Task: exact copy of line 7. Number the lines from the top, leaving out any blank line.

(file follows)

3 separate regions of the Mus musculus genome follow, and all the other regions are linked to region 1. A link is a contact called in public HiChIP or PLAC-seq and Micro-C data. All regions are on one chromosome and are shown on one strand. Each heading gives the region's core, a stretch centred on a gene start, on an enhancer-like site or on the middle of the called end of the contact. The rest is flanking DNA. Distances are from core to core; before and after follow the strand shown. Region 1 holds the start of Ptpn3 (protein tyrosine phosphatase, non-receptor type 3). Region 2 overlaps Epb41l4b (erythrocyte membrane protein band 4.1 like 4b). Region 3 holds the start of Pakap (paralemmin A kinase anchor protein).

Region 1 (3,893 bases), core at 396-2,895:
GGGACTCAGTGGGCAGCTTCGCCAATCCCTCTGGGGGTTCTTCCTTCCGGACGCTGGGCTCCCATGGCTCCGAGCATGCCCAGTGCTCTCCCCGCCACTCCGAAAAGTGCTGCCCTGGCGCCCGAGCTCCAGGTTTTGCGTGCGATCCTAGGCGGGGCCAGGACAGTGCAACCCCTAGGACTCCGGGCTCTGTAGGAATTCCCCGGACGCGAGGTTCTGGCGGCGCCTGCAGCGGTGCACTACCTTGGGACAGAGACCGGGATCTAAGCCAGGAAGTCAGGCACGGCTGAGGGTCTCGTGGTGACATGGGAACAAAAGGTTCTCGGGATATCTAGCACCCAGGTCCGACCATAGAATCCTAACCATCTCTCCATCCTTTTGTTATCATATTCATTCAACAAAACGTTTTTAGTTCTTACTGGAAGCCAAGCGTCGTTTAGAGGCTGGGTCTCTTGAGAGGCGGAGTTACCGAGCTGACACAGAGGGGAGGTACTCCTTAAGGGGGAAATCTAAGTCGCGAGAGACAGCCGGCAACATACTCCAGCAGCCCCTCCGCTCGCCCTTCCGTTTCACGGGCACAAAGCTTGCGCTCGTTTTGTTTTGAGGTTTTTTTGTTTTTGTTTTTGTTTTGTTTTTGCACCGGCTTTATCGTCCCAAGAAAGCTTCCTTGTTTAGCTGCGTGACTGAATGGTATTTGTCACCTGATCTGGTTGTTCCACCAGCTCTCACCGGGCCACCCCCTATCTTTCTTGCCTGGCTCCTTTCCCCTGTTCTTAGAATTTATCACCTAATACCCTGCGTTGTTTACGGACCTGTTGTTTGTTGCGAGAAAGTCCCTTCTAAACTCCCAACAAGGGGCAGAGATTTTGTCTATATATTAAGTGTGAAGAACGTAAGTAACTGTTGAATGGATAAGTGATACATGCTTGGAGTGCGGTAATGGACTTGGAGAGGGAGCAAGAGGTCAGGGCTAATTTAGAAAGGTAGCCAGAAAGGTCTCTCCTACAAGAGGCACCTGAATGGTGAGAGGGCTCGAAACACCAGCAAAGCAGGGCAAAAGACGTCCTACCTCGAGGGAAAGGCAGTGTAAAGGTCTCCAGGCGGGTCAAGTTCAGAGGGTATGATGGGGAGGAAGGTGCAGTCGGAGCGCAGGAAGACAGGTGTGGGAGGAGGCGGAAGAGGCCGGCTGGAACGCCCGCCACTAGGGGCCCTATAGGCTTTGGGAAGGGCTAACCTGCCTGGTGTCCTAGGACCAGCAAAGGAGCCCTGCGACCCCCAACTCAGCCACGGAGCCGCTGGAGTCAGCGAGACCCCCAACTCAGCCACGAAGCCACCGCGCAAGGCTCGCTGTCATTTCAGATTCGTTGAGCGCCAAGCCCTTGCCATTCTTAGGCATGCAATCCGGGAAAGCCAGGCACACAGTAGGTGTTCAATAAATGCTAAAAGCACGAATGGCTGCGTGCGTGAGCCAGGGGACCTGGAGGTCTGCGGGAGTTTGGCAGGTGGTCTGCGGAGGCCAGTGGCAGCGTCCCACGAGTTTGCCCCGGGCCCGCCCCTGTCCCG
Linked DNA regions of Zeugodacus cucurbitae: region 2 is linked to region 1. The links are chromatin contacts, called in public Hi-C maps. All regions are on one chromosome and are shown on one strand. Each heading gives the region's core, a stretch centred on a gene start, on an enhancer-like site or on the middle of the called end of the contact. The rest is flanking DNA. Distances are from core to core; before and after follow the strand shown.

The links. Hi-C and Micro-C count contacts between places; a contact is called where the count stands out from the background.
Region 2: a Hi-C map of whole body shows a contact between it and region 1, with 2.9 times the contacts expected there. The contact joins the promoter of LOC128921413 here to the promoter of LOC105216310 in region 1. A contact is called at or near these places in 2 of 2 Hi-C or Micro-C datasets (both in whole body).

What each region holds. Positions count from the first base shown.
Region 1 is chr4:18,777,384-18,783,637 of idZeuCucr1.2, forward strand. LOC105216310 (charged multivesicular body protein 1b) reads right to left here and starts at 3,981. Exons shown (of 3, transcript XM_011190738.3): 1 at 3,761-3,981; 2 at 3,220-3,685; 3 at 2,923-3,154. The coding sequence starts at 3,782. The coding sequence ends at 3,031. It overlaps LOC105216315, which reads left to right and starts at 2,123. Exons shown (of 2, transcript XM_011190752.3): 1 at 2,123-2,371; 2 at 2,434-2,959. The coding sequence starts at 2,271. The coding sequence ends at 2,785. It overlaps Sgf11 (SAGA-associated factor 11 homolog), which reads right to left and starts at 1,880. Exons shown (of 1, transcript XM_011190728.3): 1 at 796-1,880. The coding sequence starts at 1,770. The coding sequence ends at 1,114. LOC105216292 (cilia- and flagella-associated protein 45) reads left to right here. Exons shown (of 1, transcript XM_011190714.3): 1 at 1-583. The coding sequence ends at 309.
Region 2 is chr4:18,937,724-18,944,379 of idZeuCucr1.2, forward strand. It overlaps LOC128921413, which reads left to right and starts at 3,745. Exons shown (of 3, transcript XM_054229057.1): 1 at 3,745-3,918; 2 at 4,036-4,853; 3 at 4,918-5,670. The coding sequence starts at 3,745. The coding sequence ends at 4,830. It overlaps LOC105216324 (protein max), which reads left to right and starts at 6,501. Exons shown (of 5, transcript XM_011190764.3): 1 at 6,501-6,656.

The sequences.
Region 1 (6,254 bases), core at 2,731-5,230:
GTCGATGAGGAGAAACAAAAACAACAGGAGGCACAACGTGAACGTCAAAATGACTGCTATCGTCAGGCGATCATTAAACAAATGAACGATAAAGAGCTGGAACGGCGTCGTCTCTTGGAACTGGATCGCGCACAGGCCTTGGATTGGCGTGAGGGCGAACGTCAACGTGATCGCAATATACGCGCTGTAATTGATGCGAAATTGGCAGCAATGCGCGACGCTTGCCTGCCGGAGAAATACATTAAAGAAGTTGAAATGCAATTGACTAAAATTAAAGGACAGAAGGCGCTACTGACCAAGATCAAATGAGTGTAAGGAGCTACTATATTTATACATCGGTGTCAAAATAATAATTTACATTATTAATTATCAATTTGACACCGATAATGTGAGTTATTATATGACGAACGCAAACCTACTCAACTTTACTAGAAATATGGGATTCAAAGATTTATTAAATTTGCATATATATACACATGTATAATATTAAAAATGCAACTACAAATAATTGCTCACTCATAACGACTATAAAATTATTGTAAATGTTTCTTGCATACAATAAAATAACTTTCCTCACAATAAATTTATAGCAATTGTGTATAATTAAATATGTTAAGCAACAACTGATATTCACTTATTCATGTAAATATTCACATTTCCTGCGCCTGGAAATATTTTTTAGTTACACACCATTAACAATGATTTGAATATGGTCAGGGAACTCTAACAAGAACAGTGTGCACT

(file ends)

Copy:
What each region holds. Positions count from the first base shown.